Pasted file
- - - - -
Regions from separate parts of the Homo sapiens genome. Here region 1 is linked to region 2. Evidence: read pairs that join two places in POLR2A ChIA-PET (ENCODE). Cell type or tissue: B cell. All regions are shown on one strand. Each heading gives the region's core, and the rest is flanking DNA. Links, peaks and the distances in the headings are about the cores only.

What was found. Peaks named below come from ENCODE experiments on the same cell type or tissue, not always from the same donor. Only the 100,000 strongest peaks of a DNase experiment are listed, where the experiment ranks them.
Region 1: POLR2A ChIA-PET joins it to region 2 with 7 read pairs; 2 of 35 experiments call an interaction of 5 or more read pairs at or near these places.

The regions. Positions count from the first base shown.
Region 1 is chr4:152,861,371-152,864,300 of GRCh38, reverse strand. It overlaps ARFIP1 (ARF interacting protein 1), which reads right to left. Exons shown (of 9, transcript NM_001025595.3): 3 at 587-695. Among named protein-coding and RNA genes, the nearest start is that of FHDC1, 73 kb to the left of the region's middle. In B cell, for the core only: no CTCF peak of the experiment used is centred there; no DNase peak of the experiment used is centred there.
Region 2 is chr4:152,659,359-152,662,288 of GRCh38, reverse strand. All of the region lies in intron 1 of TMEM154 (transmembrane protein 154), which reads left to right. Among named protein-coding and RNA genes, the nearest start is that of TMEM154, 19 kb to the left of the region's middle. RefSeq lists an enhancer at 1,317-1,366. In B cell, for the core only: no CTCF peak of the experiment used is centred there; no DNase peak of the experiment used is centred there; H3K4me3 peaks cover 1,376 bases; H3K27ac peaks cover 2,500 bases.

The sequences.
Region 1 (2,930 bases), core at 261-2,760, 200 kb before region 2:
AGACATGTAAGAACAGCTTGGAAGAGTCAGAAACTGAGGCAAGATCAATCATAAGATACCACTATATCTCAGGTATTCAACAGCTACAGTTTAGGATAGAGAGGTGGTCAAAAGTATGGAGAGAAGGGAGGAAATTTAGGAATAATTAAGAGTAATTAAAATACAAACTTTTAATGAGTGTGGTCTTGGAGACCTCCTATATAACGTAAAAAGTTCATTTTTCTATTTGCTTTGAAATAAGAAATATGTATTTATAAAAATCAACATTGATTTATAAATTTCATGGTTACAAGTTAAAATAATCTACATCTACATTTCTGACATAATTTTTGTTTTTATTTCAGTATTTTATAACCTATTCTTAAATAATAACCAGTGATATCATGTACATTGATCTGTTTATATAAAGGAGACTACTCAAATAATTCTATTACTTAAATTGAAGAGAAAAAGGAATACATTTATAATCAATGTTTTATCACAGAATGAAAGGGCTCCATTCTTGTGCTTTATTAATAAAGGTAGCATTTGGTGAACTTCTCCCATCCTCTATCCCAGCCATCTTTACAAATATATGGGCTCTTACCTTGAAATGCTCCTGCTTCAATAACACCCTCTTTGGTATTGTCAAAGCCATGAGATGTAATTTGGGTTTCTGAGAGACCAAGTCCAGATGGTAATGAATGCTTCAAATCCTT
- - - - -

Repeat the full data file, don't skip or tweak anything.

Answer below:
Regions from separate parts of the Homo sapiens genome. Here region 1 is linked to region 2. Evidence: read pairs that join two places in POLR2A ChIA-PET (ENCODE). Cell type or tissue: B cell. All regions are shown on one strand. Each heading gives the region's core, and the rest is flanking DNA. Links, peaks and the distances in the headings are about the cores only.

What was found. Peaks named below come from ENCODE experiments on the same cell type or tissue, not always from the same donor. Only the 100,000 strongest peaks of a DNase experiment are listed, where the experiment ranks them.
Region 1: POLR2A ChIA-PET joins it to region 2 with 7 read pairs; 2 of 35 experiments call an interaction of 5 or more read pairs at or near these places.

The regions. Positions count from the first base shown.
Region 1 is chr4:152,861,371-152,864,300 of GRCh38, reverse strand. It overlaps ARFIP1 (ARF interacting protein 1), which reads right to left. Exons shown (of 9, transcript NM_001025595.3): 3 at 587-695. Among named protein-coding and RNA genes, the nearest start is that of FHDC1, 73 kb to the left of the region's middle. In B cell, for the core only: no CTCF peak of the experiment used is centred there; no DNase peak of the experiment used is centred there.
Region 2 is chr4:152,659,359-152,662,288 of GRCh38, reverse strand. All of the region lies in intron 1 of TMEM154 (transmembrane protein 154), which reads left to right. Among named protein-coding and RNA genes, the nearest start is that of TMEM154, 19 kb to the left of the region's middle. RefSeq lists an enhancer at 1,317-1,366. In B cell, for the core only: no CTCF peak of the experiment used is centred there; no DNase peak of the experiment used is centred there; H3K4me3 peaks cover 1,376 bases; H3K27ac peaks cover 2,500 bases.

The sequences.
Region 1 (2,930 bases), core at 261-2,760, 200 kb before region 2:
AGACATGTAAGAACAGCTTGGAAGAGTCAGAAACTGAGGCAAGATCAATCATAAGATACCACTATATCTCAGGTATTCAACAGCTACAGTTTAGGATAGAGAGGTGGTCAAAAGTATGGAGAGAAGGGAGGAAATTTAGGAATAATTAAGAGTAATTAAAATACAAACTTTTAATGAGTGTGGTCTTGGAGACCTCCTATATAACGTAAAAAGTTCATTTTTCTATTTGCTTTGAAATAAGAAATATGTATTTATAAAAATCAACATTGATTTATAAATTTCATGGTTACAAGTTAAAATAATCTACATCTACATTTCTGACATAATTTTTGTTTTTATTTCAGTATTTTATAACCTATTCTTAAATAATAACCAGTGATATCATGTACATTGATCTGTTTATATAAAGGAGACTACTCAAATAATTCTATTACTTAAATTGAAGAGAAAAAGGAATACATTTATAATCAATGTTTTATCACAGAATGAAAGGGCTCCATTCTTGTGCTTTATTAATAAAGGTAGCATTTGGTGAACTTCTCCCATCCTCTATCCCAGCCATCTTTACAAATATATGGGCTCTTACCTTGAAATGCTCCTGCTTCAATAACACCCTCTTTGGTATTGTCAAAGCCATGAGATGTAATTTGGGTTTCTGAGAGACCAAGTCCAGATGGTAATGAATGCTTCAAATCCTT